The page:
—by Mark Powers—
But it was the 70s; I was a young, naïve high school teacher that had immigrated to Australia from the US and was teaching Phys. Ed. and Music in an all-boys technical college in Melbourne and knew nothing of the background and historical significance of the area. I was determined to climb the monolith and throw a disc from the top of it, and so, with a like-minded group of four other teachers, set off eagerly to the centre of Australia in my newly-acquired ten-year-old Land Rover—convinced that nothing or no one could stop our discovery and conquest of the fabled Outback!
Warning Sign on Road to Pine Gap[photo by New York Times] After a few false stops and starts from our Melbourne origin, a few days later we ended up on a fantastic sealed road not far from Alice Springs, the gateway to Australia’s hauntingly beautiful but forbidding Outback, and what we thought was the way to Uluru—only to discover it was the secure road to the highly-guarded U.S. Pine Gap satellite surveillance facility in the middle of the vast expanse of the Northern Territory. The U.S. Marine sentry kindly directed us to a rather non-descript dirt road heading off in the distance and said that was the way we should be going—through the Alice and on to the Rock—and firmly lowered the boom gate as we U-turned out of the carpark!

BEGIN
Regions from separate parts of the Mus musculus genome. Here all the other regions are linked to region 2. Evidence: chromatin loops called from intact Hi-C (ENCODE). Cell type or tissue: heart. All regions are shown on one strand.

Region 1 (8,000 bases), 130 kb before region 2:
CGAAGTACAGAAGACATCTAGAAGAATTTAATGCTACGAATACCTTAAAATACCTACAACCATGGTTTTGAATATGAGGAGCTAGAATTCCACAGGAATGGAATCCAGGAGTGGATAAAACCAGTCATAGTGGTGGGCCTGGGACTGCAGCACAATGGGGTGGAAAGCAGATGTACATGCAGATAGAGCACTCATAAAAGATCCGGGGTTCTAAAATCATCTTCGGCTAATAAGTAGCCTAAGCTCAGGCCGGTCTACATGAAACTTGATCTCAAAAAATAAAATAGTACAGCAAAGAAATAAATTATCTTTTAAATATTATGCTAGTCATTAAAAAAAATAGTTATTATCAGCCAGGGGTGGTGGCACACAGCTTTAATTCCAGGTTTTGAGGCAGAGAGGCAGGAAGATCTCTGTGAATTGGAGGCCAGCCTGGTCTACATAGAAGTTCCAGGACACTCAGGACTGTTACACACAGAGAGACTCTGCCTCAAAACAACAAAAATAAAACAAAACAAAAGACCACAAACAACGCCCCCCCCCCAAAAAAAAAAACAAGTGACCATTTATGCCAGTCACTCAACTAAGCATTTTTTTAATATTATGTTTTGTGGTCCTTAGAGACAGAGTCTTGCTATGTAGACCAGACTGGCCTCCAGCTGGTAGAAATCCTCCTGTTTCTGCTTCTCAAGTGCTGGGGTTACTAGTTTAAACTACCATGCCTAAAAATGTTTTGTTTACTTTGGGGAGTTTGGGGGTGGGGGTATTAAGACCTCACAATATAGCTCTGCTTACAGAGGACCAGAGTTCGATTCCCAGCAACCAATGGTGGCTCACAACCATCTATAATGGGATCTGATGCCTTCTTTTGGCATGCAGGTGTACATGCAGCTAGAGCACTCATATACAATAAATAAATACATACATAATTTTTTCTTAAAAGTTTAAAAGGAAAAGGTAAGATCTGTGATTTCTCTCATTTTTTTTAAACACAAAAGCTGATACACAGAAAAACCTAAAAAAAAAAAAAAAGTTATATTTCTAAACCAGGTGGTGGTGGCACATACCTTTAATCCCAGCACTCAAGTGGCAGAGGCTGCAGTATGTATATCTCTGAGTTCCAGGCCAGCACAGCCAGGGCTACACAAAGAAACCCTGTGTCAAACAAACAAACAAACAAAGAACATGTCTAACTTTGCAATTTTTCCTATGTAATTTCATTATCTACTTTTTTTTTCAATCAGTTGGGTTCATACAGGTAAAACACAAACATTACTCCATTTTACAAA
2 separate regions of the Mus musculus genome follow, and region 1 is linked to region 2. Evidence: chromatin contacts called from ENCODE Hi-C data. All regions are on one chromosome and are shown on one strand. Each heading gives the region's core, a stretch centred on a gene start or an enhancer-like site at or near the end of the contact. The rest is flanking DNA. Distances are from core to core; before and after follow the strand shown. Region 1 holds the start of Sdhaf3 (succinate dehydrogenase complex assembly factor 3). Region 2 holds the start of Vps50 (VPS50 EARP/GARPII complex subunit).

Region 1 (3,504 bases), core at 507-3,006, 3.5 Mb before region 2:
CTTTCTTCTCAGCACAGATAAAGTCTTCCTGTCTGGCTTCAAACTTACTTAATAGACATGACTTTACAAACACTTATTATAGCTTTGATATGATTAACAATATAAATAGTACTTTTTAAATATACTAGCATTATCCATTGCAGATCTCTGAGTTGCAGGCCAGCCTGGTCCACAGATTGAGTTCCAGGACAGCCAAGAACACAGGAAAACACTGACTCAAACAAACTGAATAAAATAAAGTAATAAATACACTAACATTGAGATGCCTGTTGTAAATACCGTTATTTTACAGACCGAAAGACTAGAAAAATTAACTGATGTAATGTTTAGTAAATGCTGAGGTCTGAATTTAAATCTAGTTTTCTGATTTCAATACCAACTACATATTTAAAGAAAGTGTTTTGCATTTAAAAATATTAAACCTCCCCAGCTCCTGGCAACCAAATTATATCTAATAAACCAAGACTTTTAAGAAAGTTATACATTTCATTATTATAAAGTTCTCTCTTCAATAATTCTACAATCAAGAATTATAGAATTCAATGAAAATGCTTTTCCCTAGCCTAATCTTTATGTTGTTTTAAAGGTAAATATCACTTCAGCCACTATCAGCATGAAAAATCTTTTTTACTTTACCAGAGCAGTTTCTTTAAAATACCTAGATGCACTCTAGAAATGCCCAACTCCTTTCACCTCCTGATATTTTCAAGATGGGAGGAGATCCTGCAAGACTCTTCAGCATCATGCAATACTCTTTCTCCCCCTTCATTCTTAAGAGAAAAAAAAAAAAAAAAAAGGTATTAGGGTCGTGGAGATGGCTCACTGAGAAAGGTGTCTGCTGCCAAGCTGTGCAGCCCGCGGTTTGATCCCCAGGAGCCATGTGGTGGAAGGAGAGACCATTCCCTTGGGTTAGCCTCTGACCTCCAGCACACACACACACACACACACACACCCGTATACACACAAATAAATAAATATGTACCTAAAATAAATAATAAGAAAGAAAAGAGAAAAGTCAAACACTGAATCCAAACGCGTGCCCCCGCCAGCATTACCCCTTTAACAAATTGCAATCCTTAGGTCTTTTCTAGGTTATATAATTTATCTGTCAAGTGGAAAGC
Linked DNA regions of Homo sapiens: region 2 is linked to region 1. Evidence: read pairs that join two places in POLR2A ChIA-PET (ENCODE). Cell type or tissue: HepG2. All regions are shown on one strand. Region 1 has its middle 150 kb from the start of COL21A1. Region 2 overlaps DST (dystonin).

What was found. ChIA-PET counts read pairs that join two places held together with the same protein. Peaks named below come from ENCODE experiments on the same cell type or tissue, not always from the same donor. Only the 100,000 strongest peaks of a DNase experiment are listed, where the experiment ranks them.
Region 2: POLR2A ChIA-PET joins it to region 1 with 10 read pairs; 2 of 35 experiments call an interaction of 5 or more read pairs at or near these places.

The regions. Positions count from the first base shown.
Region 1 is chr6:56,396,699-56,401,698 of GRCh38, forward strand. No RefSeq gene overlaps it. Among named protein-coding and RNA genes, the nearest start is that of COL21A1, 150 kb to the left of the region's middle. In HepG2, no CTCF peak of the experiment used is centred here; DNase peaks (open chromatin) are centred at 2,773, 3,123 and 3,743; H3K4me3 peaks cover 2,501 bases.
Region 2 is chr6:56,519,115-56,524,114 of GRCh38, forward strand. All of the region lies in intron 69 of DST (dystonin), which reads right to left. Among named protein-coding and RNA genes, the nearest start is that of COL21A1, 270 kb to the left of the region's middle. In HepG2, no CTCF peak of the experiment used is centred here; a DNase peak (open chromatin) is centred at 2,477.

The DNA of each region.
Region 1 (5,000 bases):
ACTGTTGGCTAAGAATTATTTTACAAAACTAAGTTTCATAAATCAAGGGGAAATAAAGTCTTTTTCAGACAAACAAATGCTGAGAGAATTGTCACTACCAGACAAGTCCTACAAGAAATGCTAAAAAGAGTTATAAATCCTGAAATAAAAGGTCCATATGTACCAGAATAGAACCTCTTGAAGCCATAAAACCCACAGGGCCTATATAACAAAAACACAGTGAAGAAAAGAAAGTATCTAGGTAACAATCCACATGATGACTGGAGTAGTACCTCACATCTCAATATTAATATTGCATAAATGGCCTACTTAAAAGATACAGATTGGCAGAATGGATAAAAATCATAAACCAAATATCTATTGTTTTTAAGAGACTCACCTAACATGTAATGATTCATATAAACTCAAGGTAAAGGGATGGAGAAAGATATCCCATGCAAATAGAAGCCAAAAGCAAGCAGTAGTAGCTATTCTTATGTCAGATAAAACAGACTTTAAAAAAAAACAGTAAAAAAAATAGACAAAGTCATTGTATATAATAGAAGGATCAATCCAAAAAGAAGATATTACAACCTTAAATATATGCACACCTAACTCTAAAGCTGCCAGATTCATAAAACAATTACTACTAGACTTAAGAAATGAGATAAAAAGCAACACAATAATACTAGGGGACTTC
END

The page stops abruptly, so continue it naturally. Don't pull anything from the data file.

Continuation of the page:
Uluru National Park It was only a further 220 kilometres away, but in those days of corrugated dirt roads full of bull-dust and road-trains, it took another day to navigate our way to the fabled Rock. We pitched our tents in complete darkness in the designated camping area and eagerly anticipated the next morning’s climb. As the sun rose, we stumbled from our tents to the awe-inspiring sight of the looming mass of the Rock, dark purple in the early morning light but set to put on a show of a million shades of red throughout the day!
It was a sober moment in the waiting line to start the climb when viewing three plaques mounted in the red monolith to remind everyone of the deaths of three climbers who, in recent years, had wandered off the chain track that was built in the early 60’s and fallen to their deaths on the slippery sides of the rock. As I stated earlier, the deaths of more tourists throughout the decades spurred the Anangu to close the Rock to climbers in 2019 and focus visitor marketing to activities around the rock rather than on it.
But in my youthful naïvety I had stuffed an orange Toltoys Pro Frisbee in the back of my jeans and eagerly grabbed the chains to haul myself up the steep slope—and when I reached the summit couldn’t wait to launch the disc over the edge. What I didn’t realise at the time was the summit was quite a flat area of the Rock, and when I threw the Frisbee over the side couldn’t really witness the rest of the flight. I could only imagine the glide of the platter out over the burnt soil surrounding Uluru—but it was an exhilarating feeling!